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Br J Gen Pract. 2004 Nov;54(508):862-7.

The effectiveness of topical preparations for the treatment of earwax: a systematic review.

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  • 1School of Medicine, Health Policy and Practice, University of East Anglia, Norwich, UK.



Earwax is a common problem in both primary and secondary care. There is uncertainty as to the most effective topical treatment.


To assess the evidence concerning the efficacy of topical preparations used for treating earwax.


Systematic review and meta-analysis.


Searching for randomised controlled trials (RCTs) of relevant studies. Classification of preparations into three groups, enabling pooling of data and meta-analysis.


Of the 18 RCTs included in the review, four were judged to be of high quality. Fifteen preparations including saline and plain water were studied. Oil-based and water-based preparations were equally effective at clearing earwax without syringing (odds ratio [OR] = 0.9, 95% confidence interval [CI] = 0.4 to 2.3) and facilitating successful syringing (OR = 1.0, 95% CI = 0.6 to 1.6). A non-water-, non-oil-based preparation appeared more effective than an oil-based preparation at both clearing earwax without syringing, and facilitating successful syringing. Immediate syringing after application of a preparation may be as effective as using eardrops for several days and delaying syringing.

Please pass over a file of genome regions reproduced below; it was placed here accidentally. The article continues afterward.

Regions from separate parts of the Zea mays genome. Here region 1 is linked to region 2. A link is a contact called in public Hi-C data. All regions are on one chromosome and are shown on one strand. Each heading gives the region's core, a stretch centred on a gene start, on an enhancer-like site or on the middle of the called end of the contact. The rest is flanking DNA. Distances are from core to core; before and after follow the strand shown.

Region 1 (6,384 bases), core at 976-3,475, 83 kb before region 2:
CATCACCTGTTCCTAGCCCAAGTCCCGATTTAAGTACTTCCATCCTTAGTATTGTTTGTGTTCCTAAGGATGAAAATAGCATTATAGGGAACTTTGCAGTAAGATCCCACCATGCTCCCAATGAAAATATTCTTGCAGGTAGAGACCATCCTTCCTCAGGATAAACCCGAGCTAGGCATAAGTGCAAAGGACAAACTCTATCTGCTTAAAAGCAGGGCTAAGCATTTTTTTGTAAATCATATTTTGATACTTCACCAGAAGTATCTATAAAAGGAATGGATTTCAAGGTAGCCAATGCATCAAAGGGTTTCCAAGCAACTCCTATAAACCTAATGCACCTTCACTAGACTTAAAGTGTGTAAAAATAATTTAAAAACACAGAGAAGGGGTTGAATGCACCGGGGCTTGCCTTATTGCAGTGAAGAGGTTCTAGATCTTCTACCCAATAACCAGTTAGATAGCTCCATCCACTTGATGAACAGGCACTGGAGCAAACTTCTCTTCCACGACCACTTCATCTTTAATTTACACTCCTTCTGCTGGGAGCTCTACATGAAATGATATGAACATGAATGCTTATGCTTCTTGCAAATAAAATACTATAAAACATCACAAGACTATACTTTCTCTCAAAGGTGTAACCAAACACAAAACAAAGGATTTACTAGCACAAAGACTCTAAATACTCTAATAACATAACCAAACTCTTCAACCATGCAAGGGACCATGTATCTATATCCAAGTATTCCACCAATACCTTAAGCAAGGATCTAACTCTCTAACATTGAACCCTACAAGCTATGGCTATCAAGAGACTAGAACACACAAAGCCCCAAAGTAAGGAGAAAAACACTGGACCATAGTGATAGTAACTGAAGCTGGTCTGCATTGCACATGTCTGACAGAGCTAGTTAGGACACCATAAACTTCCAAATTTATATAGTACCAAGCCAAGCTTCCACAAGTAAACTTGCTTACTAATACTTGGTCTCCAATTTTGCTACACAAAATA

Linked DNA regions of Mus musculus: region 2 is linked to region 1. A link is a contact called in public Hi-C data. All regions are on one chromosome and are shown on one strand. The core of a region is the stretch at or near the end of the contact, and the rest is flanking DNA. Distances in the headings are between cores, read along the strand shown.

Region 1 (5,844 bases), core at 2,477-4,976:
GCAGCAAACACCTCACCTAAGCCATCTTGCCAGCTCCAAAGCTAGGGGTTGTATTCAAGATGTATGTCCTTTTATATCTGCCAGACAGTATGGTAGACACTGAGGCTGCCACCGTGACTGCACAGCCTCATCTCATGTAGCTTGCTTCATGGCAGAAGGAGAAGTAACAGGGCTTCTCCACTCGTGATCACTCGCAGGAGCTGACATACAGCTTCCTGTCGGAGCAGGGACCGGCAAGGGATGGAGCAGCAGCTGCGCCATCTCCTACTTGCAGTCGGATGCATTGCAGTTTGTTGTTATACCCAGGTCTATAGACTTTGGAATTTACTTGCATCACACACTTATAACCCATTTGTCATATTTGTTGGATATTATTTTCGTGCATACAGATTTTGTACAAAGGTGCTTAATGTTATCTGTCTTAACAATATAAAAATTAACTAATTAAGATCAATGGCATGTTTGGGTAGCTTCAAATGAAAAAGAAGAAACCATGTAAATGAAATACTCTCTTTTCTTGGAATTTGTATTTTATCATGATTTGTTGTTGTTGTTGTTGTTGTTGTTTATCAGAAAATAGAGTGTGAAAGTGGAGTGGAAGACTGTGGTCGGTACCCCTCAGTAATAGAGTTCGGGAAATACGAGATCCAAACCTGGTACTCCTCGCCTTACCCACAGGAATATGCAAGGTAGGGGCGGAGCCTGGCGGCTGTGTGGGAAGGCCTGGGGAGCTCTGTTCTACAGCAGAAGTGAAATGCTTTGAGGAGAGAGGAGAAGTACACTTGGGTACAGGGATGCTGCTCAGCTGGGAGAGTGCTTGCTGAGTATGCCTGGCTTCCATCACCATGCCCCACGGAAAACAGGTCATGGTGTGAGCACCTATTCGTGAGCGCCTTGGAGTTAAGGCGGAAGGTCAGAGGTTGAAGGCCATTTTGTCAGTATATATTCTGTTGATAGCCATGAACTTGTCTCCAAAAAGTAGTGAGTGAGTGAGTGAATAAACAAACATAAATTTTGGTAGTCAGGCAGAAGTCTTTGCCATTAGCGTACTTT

On current evidence, there is little to choose between water-based and oil-based preparations; non-water-, non-oil-based preparations appear promising at both clearing earwax and facilitating successful syringing, but further large trials are needed. Although immediate ear syringing is effective and convenient for patients, it may be less cost-effective than using eardrops and perhaps avoiding syringing. Most of the evidence regarding such a common and time-consuming problem is not of high quality.

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